- The Simpsons "Treehouse of Horror XVII," based on the Orson Welles radio play The War of the Worlds.
Orson Welles: The devastation is incredible! They're grinding up the bodies of human beings!
Sound Technician: Uses an eggbeater to grind up corn flakes
Welles: Now they're riding horses in the rain!
- Phineas and Ferb, "We Call It Maze": Dr. Doofenschmirtz complains that his echo must be broken, as the second to last echo says "cookie". Later, the same thing happens to Buford, but with the word "wombat".
- A part of Duck Amuck has the tormenting animator replace the sound effects for Daffy. So when Daffy attempts to play the guitar, machine-gun sounds erupt, then the sound of a car horn. When Daffy throws down the guitar in disgust, there's a gunshot and the braying of a donkey. When Daffy tries to shout in protest, sounds of a rooster, a monkey, and a kookaburra come out.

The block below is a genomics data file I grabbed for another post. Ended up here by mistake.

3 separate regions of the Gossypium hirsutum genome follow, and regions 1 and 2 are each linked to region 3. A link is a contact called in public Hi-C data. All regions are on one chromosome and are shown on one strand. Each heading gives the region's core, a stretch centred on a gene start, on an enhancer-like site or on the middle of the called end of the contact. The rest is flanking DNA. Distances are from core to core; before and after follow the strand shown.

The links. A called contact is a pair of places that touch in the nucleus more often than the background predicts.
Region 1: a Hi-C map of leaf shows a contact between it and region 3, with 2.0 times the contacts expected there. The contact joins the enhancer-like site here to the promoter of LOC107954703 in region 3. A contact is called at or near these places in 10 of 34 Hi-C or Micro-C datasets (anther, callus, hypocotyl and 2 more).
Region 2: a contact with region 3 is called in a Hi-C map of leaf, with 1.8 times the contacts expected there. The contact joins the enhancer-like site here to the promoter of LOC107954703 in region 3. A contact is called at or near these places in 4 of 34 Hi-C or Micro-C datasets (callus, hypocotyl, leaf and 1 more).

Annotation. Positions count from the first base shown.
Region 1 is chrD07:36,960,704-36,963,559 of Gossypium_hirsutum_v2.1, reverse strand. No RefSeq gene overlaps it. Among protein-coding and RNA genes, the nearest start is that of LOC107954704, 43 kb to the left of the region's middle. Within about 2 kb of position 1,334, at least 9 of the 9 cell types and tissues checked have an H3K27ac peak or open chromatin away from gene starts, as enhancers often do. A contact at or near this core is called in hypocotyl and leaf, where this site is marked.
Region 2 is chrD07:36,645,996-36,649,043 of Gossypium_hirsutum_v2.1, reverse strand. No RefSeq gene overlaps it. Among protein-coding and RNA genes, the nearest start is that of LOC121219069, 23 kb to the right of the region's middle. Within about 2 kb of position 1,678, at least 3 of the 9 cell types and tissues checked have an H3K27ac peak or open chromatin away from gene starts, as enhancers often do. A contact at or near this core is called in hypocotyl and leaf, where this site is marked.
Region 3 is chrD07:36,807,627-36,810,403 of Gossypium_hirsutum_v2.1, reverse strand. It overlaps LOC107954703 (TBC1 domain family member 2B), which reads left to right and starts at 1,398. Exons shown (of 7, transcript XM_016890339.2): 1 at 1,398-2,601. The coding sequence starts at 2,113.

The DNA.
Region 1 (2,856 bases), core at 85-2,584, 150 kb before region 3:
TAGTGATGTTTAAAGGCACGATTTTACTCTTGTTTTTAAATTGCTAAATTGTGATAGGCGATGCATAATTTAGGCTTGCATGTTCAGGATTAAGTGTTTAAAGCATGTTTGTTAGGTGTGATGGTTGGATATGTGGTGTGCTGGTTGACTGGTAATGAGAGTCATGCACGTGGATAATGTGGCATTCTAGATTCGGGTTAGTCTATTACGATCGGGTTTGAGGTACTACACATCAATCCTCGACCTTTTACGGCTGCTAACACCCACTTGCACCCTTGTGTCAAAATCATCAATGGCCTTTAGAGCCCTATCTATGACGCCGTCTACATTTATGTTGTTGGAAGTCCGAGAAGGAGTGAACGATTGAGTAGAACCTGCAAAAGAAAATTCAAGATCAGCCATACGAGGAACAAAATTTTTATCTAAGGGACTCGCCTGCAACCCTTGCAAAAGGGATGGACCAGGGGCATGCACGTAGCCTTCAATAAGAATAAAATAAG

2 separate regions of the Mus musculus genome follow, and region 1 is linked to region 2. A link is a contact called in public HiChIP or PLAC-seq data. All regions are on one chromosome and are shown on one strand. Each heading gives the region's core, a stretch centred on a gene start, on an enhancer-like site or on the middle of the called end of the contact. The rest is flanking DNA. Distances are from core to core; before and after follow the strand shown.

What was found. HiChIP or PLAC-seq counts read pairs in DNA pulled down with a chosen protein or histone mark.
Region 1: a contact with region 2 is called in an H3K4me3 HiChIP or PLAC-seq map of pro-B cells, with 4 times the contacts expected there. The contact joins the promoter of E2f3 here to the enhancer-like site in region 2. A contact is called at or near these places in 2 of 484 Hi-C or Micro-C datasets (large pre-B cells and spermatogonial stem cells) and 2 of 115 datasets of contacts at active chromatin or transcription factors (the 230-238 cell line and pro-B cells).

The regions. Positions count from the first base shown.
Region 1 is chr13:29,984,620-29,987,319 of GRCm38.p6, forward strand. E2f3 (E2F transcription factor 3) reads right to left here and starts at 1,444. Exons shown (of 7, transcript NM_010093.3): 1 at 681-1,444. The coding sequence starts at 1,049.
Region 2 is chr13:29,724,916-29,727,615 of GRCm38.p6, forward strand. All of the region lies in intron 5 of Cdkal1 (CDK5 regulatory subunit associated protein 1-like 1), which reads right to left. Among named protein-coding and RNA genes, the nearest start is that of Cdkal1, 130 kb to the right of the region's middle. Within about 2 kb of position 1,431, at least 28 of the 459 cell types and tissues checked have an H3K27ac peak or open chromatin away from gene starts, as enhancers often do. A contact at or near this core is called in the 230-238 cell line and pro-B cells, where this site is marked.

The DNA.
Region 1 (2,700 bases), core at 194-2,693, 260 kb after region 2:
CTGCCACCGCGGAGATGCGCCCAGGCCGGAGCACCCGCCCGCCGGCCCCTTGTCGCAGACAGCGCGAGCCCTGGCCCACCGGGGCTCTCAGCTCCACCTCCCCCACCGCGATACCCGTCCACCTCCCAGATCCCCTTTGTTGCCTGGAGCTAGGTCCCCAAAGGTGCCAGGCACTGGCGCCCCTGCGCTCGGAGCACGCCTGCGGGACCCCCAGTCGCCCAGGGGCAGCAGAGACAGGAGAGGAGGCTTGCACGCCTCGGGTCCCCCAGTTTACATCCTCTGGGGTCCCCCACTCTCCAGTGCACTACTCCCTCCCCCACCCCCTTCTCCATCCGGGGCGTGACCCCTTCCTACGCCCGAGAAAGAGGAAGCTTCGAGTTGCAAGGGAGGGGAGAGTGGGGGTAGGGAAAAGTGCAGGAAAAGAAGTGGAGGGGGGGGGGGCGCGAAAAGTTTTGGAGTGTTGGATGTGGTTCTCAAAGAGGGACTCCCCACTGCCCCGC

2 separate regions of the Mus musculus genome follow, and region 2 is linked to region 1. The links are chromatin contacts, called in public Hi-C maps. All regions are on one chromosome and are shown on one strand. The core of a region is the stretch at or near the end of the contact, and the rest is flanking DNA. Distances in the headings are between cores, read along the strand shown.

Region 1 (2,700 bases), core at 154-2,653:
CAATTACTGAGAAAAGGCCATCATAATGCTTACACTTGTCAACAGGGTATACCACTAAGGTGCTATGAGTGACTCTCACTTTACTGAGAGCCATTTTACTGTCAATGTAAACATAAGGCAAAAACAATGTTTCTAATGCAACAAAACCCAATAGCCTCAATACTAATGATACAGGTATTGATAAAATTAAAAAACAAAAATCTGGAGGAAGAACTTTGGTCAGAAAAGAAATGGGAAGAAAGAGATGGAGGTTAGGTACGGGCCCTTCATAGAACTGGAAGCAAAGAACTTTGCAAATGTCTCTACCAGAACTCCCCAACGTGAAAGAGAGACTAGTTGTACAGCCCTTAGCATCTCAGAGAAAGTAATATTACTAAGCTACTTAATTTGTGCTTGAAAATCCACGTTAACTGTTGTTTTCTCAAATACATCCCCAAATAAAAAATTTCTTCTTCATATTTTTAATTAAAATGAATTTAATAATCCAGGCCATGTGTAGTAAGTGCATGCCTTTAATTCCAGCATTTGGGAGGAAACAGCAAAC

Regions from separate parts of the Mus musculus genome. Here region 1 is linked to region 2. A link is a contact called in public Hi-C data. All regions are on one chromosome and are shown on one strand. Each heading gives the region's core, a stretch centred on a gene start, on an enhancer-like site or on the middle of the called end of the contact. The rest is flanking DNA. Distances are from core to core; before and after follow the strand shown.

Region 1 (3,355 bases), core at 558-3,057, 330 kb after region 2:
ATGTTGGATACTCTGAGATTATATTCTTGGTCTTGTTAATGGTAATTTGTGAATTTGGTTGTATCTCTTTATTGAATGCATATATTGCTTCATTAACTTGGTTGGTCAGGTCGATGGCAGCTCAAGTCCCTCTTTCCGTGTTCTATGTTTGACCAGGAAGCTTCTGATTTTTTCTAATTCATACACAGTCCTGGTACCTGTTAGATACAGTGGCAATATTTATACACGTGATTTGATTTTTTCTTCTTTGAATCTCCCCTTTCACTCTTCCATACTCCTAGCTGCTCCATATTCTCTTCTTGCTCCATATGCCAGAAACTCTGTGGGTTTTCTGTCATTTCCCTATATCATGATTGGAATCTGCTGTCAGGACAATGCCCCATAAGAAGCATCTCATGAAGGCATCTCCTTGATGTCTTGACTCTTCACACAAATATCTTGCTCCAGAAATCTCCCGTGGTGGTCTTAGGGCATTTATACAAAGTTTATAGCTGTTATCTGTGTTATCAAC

- Whenever Ricochet Rabbit (a Hanna-Barbera character from 1964) "ricochets into the sunset," he bounces off a rock, a cactus and another rock to the sound of zings, pings and gunshots. When his assistant, Droopalong Coyote tries to do the same, the sounds of thuds, clanks and boings accompany him before he crashes into one of the objects or—as in one cartoon's end—the sun itself.
- The Danger Mouse episode "Play it again Wufgang" went all meta with this trope: the episode's incidental music soundtrack failed, requiring Penfold to carry and operate a tapedeck everywhere.
Danger Mouse: Are you sure that's the right tape?